Carolyn Penstein Rose, Carnegie Mellon University
Title: A Layered Model of Comprehension in Collaborative Software Development: Programs, Programming, and Programmers
Collaborative software development, whether synchronous or asynchronous, is a creative, integrative process in which something new comes into being through the joint engagement, something new that did not fully exist in the mind of any one person prior to the engagement. One can view this engagement from a macro-level perspective, focusing on large scale development efforts of 100 or more developers, organized into sub-teams, producing collections complex software products like Mozilla. Past work in the area of software engineering has explored the symbiosis between the management structure of a software team and the module structure of the resulting software. In this talk, we focus instead on small scale software teams of between 2 and 5 developers, working on smaller-scale efforts of between one hour and 9 months, through more fine grained analysis of collaborative processes and collaborative products. In this more tightly coupled engagement within small groups, we see again a symbiosis between people, processes, and products. This talk bridges between the field of Computer-Supported Collaborative Learning and the study of software teams in the field of Software Engineering by investigating the inner-workings of small scale collaborative software development. Building on over a decade of AI-enabled collaborative learning experiences in the classroom and online, in this talk we report our work in progress beginning with classroom studies in large online software courses with substantial teamwork components. In our classroom work, we have adapted an industry standard team practice referred to as Mob Programming into a paradigm called Online Mob Programming (OMP) for the purpose of encouraging teams to reflect on concepts and share work in the midst of their project experience. At the core of this work are process mining technologies that enable real time monitoring and just-in-time support for learning during productive work. Recent work on deep-learning approaches to program understanding bridge between investigations of processes and products.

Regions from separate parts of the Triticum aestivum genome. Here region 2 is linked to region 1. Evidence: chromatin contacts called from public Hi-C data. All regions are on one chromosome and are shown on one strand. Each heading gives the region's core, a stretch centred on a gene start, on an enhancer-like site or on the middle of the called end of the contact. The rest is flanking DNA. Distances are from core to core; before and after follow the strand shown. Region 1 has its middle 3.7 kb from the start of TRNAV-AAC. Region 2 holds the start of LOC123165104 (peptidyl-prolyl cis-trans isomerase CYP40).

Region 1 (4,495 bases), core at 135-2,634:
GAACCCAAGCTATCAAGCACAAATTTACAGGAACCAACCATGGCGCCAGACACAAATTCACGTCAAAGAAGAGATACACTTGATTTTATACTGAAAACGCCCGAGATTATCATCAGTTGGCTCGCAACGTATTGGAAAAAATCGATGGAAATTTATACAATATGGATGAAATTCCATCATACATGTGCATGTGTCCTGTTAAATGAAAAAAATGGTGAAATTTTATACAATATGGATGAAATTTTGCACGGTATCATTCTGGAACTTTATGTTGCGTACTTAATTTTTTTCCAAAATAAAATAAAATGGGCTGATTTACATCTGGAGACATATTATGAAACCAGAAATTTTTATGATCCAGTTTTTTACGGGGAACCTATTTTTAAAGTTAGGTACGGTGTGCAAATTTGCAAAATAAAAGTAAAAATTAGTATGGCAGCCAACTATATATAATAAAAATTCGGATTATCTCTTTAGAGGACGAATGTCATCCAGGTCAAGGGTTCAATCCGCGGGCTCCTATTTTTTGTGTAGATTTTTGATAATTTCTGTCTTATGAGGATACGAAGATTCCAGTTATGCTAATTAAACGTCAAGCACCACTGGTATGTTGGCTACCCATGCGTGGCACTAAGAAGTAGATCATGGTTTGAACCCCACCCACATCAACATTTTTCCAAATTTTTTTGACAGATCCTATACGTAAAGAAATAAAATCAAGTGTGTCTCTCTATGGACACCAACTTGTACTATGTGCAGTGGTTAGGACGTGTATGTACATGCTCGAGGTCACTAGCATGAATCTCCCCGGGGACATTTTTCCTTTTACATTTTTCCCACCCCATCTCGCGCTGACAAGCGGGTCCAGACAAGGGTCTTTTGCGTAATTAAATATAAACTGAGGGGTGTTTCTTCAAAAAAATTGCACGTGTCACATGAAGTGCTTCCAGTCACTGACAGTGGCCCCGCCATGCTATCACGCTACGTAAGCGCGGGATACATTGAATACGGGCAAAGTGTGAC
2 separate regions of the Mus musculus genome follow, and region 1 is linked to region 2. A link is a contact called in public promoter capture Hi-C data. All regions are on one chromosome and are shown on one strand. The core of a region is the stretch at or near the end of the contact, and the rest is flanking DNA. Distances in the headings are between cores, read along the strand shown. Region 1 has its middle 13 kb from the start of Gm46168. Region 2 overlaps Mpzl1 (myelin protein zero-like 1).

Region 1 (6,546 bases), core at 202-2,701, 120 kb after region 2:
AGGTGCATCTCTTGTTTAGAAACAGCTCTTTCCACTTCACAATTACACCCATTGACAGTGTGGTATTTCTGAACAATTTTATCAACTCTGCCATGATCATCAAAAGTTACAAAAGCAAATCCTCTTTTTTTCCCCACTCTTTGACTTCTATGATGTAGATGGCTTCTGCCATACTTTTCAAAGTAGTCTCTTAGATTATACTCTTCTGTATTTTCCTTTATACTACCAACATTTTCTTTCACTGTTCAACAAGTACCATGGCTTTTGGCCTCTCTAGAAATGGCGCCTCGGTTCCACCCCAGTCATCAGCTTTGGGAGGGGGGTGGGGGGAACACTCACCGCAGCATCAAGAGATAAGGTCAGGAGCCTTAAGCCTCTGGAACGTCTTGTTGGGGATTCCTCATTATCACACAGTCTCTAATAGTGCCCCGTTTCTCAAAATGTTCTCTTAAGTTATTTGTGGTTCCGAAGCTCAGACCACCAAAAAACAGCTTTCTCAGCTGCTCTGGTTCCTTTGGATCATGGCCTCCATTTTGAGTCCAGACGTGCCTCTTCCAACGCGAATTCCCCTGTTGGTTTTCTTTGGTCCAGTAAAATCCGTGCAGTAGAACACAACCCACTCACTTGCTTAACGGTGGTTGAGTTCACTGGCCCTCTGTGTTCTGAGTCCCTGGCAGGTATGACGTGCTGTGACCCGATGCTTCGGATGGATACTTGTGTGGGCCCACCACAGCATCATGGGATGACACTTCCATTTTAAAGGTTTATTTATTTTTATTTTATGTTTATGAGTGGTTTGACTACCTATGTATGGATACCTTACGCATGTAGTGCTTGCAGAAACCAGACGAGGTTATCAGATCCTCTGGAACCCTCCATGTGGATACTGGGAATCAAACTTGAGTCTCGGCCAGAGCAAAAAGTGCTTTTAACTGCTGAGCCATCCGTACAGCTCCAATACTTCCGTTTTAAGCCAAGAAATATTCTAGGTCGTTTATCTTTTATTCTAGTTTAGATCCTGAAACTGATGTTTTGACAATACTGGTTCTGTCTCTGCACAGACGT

Joyce Westerink, Philips and Eindhoven University of Technology
Title: An algorithm to estimate stress-induced cortisol variations from skin conductance measurements
Wearables allow us to measure our bodily and mental state in real life, but the interpretation of these signals is not always straightforward. In order to nevertheless develop a stress indicator for use in wearables, we focused on skin conductance, since it almost instantaneously reacts to psychological stress. As a ground truth, we also looked at the stress hormone cortisol, which is known to peak about 20-30 min later. We modeled the relation between the two as a convolution of the height of the skin conductance peaks with the cortisol stress response curve. Thus we obtained a skin conductance-derived estimate of stress-induced cortisol, and we implemented this in an algorithm.
In order to validate this model we compared the skin-conductance derived stress estimates with cortisol levels actually measured in saliva samples in a group of 46 participants. They performed a set of stressful, boring, and performance tasks, while we measured their skin conductance continuously and took salivary cortisol samples at several moments in time. Most participants indeed showed an increase in salivary cortisol after the stressful task, but a sizeable group did not. For both groups, we found that the correlation between our algorithm’s stress estimates and the measured salivary cortisol was substantial. Therefore, these results support the use of our algorithm as a stress indicator.